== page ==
Svalbard’s Southern Region and specifically Spitsbergen’s west coast is less ice-clogged than the rest of Svalbard due to the moderating influenced of the Gulf Stream. Several fjords cut into the western coast of Spitsbergen and have been used by trappers and hunters, as well as the different mining companies that tried to exploit the riches of the archipelago’s largest island of Spitsbergen. Remains of huts and mines, as well as active commercial and scientific settlements can be found and visited. Depending on the time of the season, glaciers can be visited on foot or by sea. Northern places like Magdalenefjorden and Hornsund will reveal fascinating views of geological formations, craggy mountains, spectacular glaciers and a variety of seabirds and seals.
 
Day 12 Cruise & Explore Bear Island (Svalbard) 
Almost half way between Tromsø and Svalbard is isolated Bear Island – considered the southernmost island of the Svalbard Archipelago. The unglaciated island is an impressive Nature Reserve of steep, high cliffs that are frequented by seabirds, specifically at the southern tip. Brünnich’s Guillemots, Common Guillemots, Black Guillemots, Razorbills, Little Auks, Northern Fulmars, Glaucous Gulls, Black-legged Kittiwakes, and even Atlantic Puffins and Northern Gannets nest along the cliffs south of Sørhamna. Because of the large numbers of birds and the isolated location, Bear Island has been recognized as an Important Bird Area. It was once a hotspot for whaling and walrus hunting, and at one stage even mining. Bear Island received its name because of a polar bear encountered by early explorer Willem Barentsz. Today polar bears rarely visit the island and its only settlement is a meteorological station manned all-year round on the north side.
 
Day 13 Gjesvaerstappan Islands - Cruising Along North Cape - Skarsvag (Nordkapp)
Gjesværstappan Islands is a group of steep-sided islands located near the northernmost point of Norway and includes three main islands: Stortstappen, Kjerkestappen and Bukkstapen. These three islands dramatically jut out of the ocean, covered in as much grass as they are occupied by birds. Extreme in its varied beauty and wildlife on land and sea, Gjesværstappan Nature Reserve (which makes up most of the Gjesværstappan Islands) is one of Europe’s most accessible and largest nesting areas for Atlantic seabirds. On Storstappen, the largest of the islands, some varieties of birds that can be found include European Shags, Common and Brünnich’s Guillemots, Black-legged Kittiwakes, White-tailed Sea-eagles and Europe’s largest Atlantic Puffin colony.
 
Situated at the very north tip of Norway and inside the Arctic Circle, there is something very special about being (almost) at the top of the world. Called the northernmost point of Europe, the North Cape (Nordkapp in Norwegian) lies about 1,306.3 mi from the North Pole, with no dry land between except for the Svalbald archipelago. Home to where the Atlantic and Arctic oceans meet, this is the true land of the midnight sun – constant spectacular scenic views and 24-hour sunlight lends itself to a sense of giddy informality aboard. Just imagine sipping a chilled glass of champagne at the very top of the world in full daylight at midnight – sensational. Be sure to be on the lookout for hundreds of thousands of puffins, gannets, cormorants, seals, dolphins and whales that make this stretch of chilly water their home. Not forgetting the colourful, compact fishing villages, so at odds with the otherwise this stark, barren landscape.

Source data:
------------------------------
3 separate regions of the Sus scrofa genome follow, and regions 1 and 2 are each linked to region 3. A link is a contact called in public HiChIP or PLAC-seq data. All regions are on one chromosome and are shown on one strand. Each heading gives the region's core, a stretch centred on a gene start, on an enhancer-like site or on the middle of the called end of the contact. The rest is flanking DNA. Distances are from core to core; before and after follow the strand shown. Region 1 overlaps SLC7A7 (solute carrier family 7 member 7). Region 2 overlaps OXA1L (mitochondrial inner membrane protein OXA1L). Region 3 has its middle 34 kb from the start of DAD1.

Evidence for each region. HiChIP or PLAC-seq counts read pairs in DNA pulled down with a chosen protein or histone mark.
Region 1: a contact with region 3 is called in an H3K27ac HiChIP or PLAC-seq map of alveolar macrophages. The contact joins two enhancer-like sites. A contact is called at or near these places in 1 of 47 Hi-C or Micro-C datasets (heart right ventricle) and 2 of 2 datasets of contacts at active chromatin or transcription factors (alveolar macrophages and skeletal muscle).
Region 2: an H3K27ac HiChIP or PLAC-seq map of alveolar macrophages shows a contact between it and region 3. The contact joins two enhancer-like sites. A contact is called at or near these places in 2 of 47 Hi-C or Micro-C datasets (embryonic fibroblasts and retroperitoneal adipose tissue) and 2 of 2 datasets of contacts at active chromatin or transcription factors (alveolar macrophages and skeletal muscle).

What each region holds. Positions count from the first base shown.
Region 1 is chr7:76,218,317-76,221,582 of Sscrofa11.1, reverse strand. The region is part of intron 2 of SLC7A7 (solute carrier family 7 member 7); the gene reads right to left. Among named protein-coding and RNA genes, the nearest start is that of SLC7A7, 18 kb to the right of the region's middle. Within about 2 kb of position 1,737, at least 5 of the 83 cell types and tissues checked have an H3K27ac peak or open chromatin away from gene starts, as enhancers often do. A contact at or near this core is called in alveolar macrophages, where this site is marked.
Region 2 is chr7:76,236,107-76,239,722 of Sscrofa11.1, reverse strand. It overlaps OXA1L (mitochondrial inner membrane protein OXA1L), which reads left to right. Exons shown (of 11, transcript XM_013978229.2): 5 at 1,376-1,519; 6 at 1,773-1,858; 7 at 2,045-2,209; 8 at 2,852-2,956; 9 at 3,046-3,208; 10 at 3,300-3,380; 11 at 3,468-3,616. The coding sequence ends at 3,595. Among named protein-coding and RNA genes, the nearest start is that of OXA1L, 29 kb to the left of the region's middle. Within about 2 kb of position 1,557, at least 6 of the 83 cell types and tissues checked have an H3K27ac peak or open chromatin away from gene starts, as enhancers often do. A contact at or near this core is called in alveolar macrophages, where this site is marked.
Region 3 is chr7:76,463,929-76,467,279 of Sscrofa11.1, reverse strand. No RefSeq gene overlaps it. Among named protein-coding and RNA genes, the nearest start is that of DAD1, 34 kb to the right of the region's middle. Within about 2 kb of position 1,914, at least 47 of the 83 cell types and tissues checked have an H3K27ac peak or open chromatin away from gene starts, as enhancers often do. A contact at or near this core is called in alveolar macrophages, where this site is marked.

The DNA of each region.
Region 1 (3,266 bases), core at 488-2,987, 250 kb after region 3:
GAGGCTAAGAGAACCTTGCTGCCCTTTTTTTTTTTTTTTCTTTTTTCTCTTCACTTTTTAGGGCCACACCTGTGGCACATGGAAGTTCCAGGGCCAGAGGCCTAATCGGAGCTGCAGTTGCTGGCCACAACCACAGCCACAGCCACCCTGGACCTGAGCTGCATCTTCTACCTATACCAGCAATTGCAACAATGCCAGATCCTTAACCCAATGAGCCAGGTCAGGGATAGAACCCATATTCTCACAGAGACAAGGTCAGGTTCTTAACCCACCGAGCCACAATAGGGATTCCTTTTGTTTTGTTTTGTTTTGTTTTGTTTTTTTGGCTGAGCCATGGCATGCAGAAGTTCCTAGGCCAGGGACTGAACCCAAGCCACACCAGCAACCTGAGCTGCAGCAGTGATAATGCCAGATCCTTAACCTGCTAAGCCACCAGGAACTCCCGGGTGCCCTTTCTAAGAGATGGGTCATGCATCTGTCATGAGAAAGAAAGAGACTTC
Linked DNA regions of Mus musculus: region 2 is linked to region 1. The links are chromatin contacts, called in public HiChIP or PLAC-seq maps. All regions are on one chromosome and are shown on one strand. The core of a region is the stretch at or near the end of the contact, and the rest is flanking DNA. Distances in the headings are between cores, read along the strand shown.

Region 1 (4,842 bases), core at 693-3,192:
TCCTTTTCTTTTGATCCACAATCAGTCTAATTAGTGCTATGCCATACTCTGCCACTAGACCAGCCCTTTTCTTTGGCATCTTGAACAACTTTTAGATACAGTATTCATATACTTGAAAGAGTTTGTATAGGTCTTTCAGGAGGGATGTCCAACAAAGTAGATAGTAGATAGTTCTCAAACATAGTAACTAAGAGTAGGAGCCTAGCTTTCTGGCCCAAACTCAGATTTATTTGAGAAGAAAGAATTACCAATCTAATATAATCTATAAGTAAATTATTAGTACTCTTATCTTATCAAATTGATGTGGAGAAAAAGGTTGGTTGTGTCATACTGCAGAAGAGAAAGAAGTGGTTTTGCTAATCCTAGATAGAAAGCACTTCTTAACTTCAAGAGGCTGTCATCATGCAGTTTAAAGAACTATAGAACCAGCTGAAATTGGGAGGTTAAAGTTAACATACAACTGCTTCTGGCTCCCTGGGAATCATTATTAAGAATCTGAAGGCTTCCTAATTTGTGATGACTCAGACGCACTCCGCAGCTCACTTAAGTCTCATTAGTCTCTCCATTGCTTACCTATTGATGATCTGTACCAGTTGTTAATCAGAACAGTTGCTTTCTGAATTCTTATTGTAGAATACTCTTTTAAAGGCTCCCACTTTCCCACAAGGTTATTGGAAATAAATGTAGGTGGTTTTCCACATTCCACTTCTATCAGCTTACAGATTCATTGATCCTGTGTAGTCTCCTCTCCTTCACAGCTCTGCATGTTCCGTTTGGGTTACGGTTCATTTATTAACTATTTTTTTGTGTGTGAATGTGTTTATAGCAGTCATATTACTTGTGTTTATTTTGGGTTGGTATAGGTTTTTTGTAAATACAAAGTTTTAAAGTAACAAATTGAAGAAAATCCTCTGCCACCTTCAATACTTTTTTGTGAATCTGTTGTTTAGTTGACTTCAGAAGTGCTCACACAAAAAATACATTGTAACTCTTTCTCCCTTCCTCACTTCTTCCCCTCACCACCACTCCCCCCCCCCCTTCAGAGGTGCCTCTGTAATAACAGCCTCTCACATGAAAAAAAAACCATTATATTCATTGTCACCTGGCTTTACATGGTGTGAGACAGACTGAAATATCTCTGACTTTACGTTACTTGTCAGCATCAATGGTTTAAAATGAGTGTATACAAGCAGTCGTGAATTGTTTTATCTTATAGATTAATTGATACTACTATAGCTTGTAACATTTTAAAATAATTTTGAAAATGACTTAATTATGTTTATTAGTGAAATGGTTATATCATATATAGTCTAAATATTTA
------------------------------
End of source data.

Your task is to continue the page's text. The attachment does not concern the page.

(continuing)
For those who prefer comfort, the Silver Cloud will anchor off Skarsvag, the “most northerly fishing village in the world”, and, weather conditions permitting, head ashore via Zodiac. We will travel by coach to the North Cape where you can admire the glorious scenery, stop in at the visitor’s centre and take photos at the famed globe monument. On a clear day the panorama is quite spectacular. On the return to Silver Cloud we will watch for reindeer grazing on the surrounding hillsides.
 
Day 14 Tromso, Norway
Tromsø surprised visitors in the 1800s: they thought it very sophisticated and cultured for being so close to the North Pole—hence its nickname, the Paris of the North. It looks the way a polar town should—with ice-capped mountain ridges and jagged architecture that is an echo of the peaks. The midnight sun shines from May 21 to July 21, and it is said that the northern lights decorate the night skies over Tromsø more than over any other city in Norway. Tromsø is home to only 69,000 people, but it's very spread out—the city's total area, 2,558 square km (987 square miles), is the most expansive in Norway. The downtown area is on a small, hilly island connected to the mainland by a slender bridge. The 13,000 students at the world's northernmost university are one reason the nightlife here is uncommonly busy.
Map
All This Included
The Arctic has long held travellers spellbound, and this 14-day voyage to Svalbard is no exception. Venture as far north as you have ever dared to go, sailing past sculpted islands, archipelagos and mountains. Travel into very remote and isolated areas where seabirds and marine life far outnumber the local population. Cruise along the North Cape to Tromsø, enjoying the fabled white nights as you go.
  • 1 night pre-cruise and 1 day-use post-cruise (on 2020, 2021 voyages)
  • In-country flights when required by itinerary
  • Guided Zodiac, land and sea tours, and shoreside activities led by the Expeditions Team
  • Parka
  • Enrichment lectures by a highly qualified Expeditions Team
  • Spacious suites
  • Butler service in every suite
  • Unlimited Free Wifi
  • Personalised service – nearly one crew member for every guest
  • Choice of restaurants, diverse cuisine, open-seating dining
  • Beverages in-suite and throughout the ship, including champagne, select wines and spirits
  • In-suite dining and room service
  • Onboard entertainment
  • Onboard gratuities
Accommodations
Cruising: Cabin onboard Silver Cloud
Notes
  • Cabin upgrades are available.
  • Expedition highlights and wildlife listed here are possible experiences only and cannot be guaranteed. Your Expedition Leader and Captain will work together to ensure opportunities for adventure and exploration are the best possible, taking into account the prevailing weather, wildlife activity and ice conditions. Expedition Team members scheduled for this voyage are subject to change or cancellation. 
  • Please ask your Vacations To Go travel counselor for more information.
Terms and Conditions
For Silversea terms and conditions, please click here.

* The prices shown are U.S. dollars per person, based on double occupancy, and subject to availability. Prices quoted for land/cruise arrangements are subject to increase without notice. Once we have received your deposit, land/cruise prices are guaranteed. Air prices quoted via phone or email are subject to increase and are guaranteed only from the time that full payment is received. Also, air prices or air promotions mentioned on this site or on the phone do not include baggage fees imposed by airlines.